“I look at Omar. I don’t know. I never met her. I hear the way she talks about al-Qaeda. Al-Qaeda has killed many Americans. She said, ‘You can hold your chest out, you can — when I think of America, huh, when I think of al-Qaeda, I can hold my chest out.’ When she talked about the World Trade Center being knocked down, ‘Some people.’ You remember the famous ‘some people’?”
— President Trump, in remarks at the White House, July 15, 2019
“When I hear people speaking about how wonderful al-Qaeda is, when I hear people talking about ‘some people,’ ‘some people’ with the World Trade Center. Some people? No, not ‘some people.’ Much more than ‘some people'.”
“A politician that hears somebody, where we’re at war with al-Qaeda, and sees somebody talking about how great al-Qaeda is. Pick out her statement. That was Omar. ‘How great al-Qaeda is.’ And we’re losing great soldiers to al-Qaeda.”
The president accused Rep. Ilhan Omar (D-Minn.) of supporting the terrorist group behind the 9/11 attacks.
Omar, a Somali American and practicing Muslim, was elected to Congress in 2018. She’s a member of “the Squad,” an informal group of liberal Democrats that also includes Reps. Alexandria Ocasio-Cortez (N.Y.), Ayanna Pressley (Mass.) and Rashida Tlaib (Mich.).
Trump lashed out at the foursome in a Twitter statement Sunday, telling them to “go back” to their countries. Asked about those racist comments the next day, Trump alleged that Omar has voiced support for al-Qaeda. “When I think of al-Qaeda, I can hold my chest out,” Trump quoted Omar as saying.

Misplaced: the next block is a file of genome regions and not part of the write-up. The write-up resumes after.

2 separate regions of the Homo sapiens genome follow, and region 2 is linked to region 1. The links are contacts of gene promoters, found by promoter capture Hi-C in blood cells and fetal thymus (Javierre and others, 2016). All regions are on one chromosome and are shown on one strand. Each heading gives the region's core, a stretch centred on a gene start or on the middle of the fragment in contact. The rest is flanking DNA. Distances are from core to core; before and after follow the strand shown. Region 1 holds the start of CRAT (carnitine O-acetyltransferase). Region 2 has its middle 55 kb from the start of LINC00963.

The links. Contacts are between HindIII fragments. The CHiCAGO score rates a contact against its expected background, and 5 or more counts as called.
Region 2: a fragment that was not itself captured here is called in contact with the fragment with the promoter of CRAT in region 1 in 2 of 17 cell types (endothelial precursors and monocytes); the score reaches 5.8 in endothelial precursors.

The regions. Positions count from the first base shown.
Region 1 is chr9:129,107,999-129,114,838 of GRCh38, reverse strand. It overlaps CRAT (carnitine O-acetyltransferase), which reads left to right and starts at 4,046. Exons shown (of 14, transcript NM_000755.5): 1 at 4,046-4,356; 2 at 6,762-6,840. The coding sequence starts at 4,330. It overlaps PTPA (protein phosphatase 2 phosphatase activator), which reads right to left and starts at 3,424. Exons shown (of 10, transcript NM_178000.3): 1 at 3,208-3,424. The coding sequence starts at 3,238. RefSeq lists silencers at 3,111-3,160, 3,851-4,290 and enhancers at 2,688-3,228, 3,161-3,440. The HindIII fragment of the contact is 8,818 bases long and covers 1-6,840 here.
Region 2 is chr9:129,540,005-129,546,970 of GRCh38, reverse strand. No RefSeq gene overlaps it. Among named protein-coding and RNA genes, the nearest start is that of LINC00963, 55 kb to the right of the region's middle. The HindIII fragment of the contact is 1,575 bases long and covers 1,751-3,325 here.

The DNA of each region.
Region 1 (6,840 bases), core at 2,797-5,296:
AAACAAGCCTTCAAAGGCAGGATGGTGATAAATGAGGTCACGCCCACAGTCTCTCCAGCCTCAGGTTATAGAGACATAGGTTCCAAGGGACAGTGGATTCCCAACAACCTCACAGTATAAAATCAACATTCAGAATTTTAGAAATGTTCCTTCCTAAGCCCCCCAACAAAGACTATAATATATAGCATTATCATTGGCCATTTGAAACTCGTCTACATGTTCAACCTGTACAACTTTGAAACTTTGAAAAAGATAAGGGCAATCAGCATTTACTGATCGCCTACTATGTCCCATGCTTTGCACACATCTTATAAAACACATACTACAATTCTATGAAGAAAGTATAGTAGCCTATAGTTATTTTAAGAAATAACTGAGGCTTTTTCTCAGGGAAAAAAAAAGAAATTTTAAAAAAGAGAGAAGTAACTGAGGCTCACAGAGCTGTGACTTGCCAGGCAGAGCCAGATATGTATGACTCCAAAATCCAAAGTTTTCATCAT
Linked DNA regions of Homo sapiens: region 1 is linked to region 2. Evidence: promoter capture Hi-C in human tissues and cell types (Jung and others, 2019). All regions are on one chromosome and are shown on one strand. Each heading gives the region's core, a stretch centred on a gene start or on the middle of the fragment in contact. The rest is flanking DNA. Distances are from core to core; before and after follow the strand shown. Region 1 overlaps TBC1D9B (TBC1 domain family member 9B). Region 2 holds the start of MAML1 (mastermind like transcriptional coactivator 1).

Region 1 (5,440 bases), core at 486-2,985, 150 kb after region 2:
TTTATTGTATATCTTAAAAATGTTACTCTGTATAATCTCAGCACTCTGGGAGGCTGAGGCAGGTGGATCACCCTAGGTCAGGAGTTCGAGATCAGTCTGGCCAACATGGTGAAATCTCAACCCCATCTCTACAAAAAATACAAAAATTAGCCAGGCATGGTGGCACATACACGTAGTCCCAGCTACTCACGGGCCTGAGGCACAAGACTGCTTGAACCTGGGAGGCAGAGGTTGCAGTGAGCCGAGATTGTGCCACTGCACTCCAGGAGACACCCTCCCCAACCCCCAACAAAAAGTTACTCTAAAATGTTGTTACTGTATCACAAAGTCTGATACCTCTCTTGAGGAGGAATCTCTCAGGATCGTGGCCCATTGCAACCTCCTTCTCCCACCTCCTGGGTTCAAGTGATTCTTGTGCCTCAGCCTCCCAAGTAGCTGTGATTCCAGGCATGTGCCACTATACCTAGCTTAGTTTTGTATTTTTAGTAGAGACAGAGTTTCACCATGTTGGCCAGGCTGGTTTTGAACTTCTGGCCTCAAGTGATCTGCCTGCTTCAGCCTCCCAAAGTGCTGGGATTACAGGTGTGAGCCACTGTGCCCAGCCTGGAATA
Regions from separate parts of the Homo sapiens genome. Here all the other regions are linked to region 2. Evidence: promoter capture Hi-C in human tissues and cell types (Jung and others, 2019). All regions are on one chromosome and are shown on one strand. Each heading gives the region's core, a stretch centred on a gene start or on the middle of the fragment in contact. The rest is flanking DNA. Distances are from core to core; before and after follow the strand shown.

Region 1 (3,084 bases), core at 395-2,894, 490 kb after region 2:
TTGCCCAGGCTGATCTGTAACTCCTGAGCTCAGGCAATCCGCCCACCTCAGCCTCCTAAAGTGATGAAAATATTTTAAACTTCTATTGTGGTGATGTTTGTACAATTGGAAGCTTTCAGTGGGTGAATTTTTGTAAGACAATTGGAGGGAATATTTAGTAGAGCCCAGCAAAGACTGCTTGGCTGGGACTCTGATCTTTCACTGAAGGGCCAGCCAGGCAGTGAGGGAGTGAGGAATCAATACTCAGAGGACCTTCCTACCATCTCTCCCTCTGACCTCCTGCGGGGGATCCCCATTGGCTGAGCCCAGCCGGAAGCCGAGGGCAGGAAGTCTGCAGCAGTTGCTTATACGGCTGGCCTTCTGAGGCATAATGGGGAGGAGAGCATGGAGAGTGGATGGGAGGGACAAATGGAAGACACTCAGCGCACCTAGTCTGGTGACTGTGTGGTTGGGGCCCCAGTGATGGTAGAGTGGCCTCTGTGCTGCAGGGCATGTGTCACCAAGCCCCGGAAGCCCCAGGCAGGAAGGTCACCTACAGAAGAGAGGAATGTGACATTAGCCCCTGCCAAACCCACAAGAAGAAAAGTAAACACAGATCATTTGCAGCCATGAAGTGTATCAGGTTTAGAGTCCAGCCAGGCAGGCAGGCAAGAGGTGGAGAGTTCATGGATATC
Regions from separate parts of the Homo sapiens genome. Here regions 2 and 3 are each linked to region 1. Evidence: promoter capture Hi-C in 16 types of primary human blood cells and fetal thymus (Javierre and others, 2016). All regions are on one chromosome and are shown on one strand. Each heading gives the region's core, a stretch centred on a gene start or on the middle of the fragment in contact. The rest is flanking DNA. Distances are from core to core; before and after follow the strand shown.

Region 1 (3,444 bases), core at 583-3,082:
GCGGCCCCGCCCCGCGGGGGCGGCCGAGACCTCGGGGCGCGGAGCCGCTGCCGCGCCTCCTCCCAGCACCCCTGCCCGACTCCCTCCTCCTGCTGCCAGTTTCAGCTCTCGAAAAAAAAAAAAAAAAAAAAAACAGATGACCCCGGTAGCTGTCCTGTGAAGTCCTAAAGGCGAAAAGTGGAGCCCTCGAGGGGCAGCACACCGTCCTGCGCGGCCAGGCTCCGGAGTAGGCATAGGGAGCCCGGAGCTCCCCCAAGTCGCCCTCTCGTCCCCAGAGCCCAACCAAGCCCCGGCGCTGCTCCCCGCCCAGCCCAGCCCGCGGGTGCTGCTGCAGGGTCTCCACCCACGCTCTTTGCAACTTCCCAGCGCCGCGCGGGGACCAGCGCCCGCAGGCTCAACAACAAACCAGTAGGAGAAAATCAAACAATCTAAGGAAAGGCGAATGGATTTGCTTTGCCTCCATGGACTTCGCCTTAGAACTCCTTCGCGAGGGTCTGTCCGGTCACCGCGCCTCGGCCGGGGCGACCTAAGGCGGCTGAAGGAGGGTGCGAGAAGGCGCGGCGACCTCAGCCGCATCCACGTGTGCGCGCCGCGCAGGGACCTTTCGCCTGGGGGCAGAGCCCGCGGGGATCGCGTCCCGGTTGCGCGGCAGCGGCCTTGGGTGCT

He seemed to be referencing an interview Omar gave in 2013 to a local television show in Minnesota. But Trump completely twisted and falsely characterized Omar’s remarks.
The four Democratic congresswomen are U.S. citizens. Pressley, who is African American, was born in Cincinnati. Tlaib, who is Palestinian American, was born in Detroit. Ocasio-Cortez’s family hails from Puerto Rico, a U.S. territory, and she was born in New York.
Omar was born in Somalia. Fleeing war, her family went to a refugee camp in Kenya when she was 8 years old. In 1995, the Omars were cleared to immigrate to the United States. She was 12 years old on arrival.
In a comprehensive profile, The Washington Post’s Greg Jaffe and Souad Mekhennet traced Omar’s life story and ascent in politics. She is “one of the youngest members of Congress and the first lawmaker to wear a hijab in the legislative body’s long history,” they reported July 6.
She’s also an unabashed Trump critic who calls herself “the president’s nightmare,” one of the most liberal House members, and a controversial figure. Omar received widespread criticism in February for anti-Semitic remarks suggesting Jews were buying political support.
“For Omar, figuring out what it means to be the ‘president’s nightmare’ on a national stage has been a work in progress,” The Post reported. “In theory, she said, it means amplifying marginalized voices at home and overseas. In practice, it has been more complicated. First came the backlash this winter over her suggestion that the Israel lobby was using its resources to buy off supporters — ‘it’s all about the Benjamins,’ she tweeted. Omar apologized for the remark, but she also blamed her colleagues for overreacting.” Associating Jews with money in this way echoes long-standing anti-Semitic slurs and tropes.
Trump’s accusation, however, is that Omar sympathizes with al-Qaeda terrorists. It’s one thing to criticize U.S. policies and institutions, as Omar does. It’s entirely another thing to voice support for al-Qaeda. We found no evidence for that claim.
At one point, Trump quoted Omar as saying: “When I think of al-Qaeda, I can hold my chest out.”
As CNN noted, Trump appeared to be referring to “an Omar comment that has circulated this year in conservative media, including Fox News.” It comes from a 2013 interview. Omar was a guest on “BelAhdan,” a Twin Cities PBS show about Middle East issues. She did not voice approval for al-Qaeda and in fact condemned terrorist acts as “evil” and “heinous.”